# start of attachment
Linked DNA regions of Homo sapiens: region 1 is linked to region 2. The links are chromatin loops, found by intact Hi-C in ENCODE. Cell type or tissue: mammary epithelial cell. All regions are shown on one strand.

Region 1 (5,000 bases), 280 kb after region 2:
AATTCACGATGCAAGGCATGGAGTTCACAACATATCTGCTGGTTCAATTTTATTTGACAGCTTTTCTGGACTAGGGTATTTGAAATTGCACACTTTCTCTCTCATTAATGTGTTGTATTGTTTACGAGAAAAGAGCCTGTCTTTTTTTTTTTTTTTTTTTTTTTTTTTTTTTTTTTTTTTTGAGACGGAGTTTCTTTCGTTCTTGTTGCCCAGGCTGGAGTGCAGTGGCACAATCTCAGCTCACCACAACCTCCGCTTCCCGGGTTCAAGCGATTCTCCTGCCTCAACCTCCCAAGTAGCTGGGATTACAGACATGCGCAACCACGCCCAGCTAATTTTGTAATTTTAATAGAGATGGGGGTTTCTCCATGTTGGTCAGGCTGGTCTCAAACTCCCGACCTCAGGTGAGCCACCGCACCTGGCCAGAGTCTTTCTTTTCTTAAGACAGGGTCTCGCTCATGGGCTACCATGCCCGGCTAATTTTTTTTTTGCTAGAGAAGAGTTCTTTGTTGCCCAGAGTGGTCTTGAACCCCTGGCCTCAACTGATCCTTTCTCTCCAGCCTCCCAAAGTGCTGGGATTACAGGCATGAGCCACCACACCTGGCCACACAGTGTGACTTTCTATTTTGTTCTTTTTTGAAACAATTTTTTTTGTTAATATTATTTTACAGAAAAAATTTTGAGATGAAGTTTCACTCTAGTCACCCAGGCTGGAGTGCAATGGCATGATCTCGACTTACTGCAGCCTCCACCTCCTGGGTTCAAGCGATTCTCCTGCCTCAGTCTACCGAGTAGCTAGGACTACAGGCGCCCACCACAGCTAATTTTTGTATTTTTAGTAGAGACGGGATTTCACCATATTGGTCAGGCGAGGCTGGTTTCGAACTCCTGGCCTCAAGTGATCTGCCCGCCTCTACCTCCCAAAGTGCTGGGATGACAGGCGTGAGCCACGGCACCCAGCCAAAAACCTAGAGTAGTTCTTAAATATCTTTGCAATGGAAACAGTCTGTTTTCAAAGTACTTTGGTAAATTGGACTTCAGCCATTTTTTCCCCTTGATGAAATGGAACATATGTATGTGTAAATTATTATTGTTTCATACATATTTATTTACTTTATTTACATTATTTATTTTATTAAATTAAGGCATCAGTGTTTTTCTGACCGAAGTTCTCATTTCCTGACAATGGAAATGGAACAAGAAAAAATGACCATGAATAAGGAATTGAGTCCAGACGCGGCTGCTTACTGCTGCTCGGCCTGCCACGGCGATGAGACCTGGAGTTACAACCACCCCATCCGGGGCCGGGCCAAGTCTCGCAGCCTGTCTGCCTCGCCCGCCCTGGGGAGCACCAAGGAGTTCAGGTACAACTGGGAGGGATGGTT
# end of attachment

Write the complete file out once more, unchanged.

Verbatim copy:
Linked DNA regions of Homo sapiens: region 1 is linked to region 2. The links are chromatin loops, found by intact Hi-C in ENCODE. Cell type or tissue: mammary epithelial cell. All regions are shown on one strand.

Region 1 (5,000 bases), 280 kb after region 2:
AATTCACGATGCAAGGCATGGAGTTCACAACATATCTGCTGGTTCAATTTTATTTGACAGCTTTTCTGGACTAGGGTATTTGAAATTGCACACTTTCTCTCTCATTAATGTGTTGTATTGTTTACGAGAAAAGAGCCTGTCTTTTTTTTTTTTTTTTTTTTTTTTTTTTTTTTTTTTTTTTGAGACGGAGTTTCTTTCGTTCTTGTTGCCCAGGCTGGAGTGCAGTGGCACAATCTCAGCTCACCACAACCTCCGCTTCCCGGGTTCAAGCGATTCTCCTGCCTCAACCTCCCAAGTAGCTGGGATTACAGACATGCGCAACCACGCCCAGCTAATTTTGTAATTTTAATAGAGATGGGGGTTTCTCCATGTTGGTCAGGCTGGTCTCAAACTCCCGACCTCAGGTGAGCCACCGCACCTGGCCAGAGTCTTTCTTTTCTTAAGACAGGGTCTCGCTCATGGGCTACCATGCCCGGCTAATTTTTTTTTTGCTAGAGAAGAGTTCTTTGTTGCCCAGAGTGGTCTTGAACCCCTGGCCTCAACTGATCCTTTCTCTCCAGCCTCCCAAAGTGCTGGGATTACAGGCATGAGCCACCACACCTGGCCACACAGTGTGACTTTCTATTTTGTTCTTTTTTGAAACAATTTTTTTTGTTAATATTATTTTACAGAAAAAATTTTGAGATGAAGTTTCACTCTAGTCACCCAGGCTGGAGTGCAATGGCATGATCTCGACTTACTGCAGCCTCCACCTCCTGGGTTCAAGCGATTCTCCTGCCTCAGTCTACCGAGTAGCTAGGACTACAGGCGCCCACCACAGCTAATTTTTGTATTTTTAGTAGAGACGGGATTTCACCATATTGGTCAGGCGAGGCTGGTTTCGAACTCCTGGCCTCAAGTGATCTGCCCGCCTCTACCTCCCAAAGTGCTGGGATGACAGGCGTGAGCCACGGCACCCAGCCAAAAACCTAGAGTAGTTCTTAAATATCTTTGCAATGGAAACAGTCTGTTTTCAAAGTACTTTGGTAAATTGGACTTCAGCCATTTTTTCCCCTTGATGAAATGGAACATATGTATGTGTAAATTATTATTGTTTCATACATATTTATTTACTTTATTTACATTATTTATTTTATTAAATTAAGGCATCAGTGTTTTTCTGACCGAAGTTCTCATTTCCTGACAATGGAAATGGAACAAGAAAAAATGACCATGAATAAGGAATTGAGTCCAGACGCGGCTGCTTACTGCTGCTCGGCCTGCCACGGCGATGAGACCTGGAGTTACAACCACCCCATCCGGGGCCGGGCCAAGTCTCGCAGCCTGTCTGCCTCGCCCGCCCTGGGGAGCACCAAGGAGTTCAGGTACAACTGGGAGGGATGGTT